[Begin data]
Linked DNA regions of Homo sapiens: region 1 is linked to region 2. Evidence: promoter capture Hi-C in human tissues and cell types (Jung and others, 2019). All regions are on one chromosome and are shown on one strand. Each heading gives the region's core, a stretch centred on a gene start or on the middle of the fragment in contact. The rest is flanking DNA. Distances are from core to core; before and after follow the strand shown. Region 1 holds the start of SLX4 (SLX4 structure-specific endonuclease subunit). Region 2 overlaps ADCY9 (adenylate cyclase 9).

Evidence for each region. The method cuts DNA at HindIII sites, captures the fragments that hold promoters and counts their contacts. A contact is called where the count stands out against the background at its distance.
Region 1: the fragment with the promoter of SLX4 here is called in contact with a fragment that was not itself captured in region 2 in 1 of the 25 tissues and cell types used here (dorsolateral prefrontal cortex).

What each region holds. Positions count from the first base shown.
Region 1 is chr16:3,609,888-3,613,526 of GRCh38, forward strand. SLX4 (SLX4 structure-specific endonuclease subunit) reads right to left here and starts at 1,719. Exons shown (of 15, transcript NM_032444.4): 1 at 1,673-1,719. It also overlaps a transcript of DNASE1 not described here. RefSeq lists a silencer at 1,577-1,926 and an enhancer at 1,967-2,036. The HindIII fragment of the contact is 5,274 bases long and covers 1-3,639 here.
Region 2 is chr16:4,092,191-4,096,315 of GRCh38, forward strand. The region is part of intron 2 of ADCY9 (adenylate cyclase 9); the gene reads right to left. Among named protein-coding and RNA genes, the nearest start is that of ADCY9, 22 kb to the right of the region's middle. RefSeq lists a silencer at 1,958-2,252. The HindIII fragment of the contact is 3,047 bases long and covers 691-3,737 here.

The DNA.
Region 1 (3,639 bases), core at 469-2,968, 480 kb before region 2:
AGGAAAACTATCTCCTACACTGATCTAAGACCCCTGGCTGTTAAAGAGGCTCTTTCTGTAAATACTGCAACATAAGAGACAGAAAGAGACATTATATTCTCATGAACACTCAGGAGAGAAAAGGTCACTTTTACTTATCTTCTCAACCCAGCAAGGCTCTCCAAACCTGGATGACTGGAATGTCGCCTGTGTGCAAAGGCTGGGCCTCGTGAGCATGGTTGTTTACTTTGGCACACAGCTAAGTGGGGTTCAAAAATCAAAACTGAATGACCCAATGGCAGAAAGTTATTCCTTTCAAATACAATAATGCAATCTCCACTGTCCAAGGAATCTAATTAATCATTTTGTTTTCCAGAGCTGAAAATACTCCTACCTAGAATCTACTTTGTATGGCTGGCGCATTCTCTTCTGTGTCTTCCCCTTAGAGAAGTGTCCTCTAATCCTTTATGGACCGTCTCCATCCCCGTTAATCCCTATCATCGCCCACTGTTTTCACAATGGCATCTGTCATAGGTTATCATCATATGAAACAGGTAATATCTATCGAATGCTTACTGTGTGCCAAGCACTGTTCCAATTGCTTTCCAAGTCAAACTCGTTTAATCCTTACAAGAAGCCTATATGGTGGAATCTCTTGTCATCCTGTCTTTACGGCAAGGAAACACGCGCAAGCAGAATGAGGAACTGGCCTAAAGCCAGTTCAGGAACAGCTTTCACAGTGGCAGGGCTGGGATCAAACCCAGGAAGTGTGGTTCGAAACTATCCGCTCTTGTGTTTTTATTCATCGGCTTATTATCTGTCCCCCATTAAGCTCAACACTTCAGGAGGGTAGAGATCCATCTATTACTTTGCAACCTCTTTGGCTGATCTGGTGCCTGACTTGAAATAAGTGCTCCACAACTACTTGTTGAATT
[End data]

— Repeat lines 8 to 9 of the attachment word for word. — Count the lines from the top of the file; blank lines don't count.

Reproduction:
Region 1 (3,639 bases), core at 469-2,968, 480 kb before region 2:
AGGAAAACTATCTCCTACACTGATCTAAGACCCCTGGCTGTTAAAGAGGCTCTTTCTGTAAATACTGCAACATAAGAGACAGAAAGAGACATTATATTCTCATGAACACTCAGGAGAGAAAAGGTCACTTTTACTTATCTTCTCAACCCAGCAAGGCTCTCCAAACCTGGATGACTGGAATGTCGCCTGTGTGCAAAGGCTGGGCCTCGTGAGCATGGTTGTTTACTTTGGCACACAGCTAAGTGGGGTTCAAAAATCAAAACTGAATGACCCAATGGCAGAAAGTTATTCCTTTCAAATACAATAATGCAATCTCCACTGTCCAAGGAATCTAATTAATCATTTTGTTTTCCAGAGCTGAAAATACTCCTACCTAGAATCTACTTTGTATGGCTGGCGCATTCTCTTCTGTGTCTTCCCCTTAGAGAAGTGTCCTCTAATCCTTTATGGACCGTCTCCATCCCCGTTAATCCCTATCATCGCCCACTGTTTTCACAATGGCATCTGTCATAGGTTATCATCATATGAAACAGGTAATATCTATCGAATGCTTACTGTGTGCCAAGCACTGTTCCAATTGCTTTCCAAGTCAAACTCGTTTAATCCTTACAAGAAGCCTATATGGTGGAATCTCTTGTCATCCTGTCTTTACGGCAAGGAAACACGCGCAAGCAGAATGAGGAACTGGCCTAAAGCCAGTTCAGGAACAGCTTTCACAGTGGCAGGGCTGGGATCAAACCCAGGAAGTGTGGTTCGAAACTATCCGCTCTTGTGTTTTTATTCATCGGCTTATTATCTGTCCCCCATTAAGCTCAACACTTCAGGAGGGTAGAGATCCATCTATTACTTTGCAACCTCTTTGGCTGATCTGGTGCCTGACTTGAAATAAGTGCTCCACAACTACTTGTTGAATT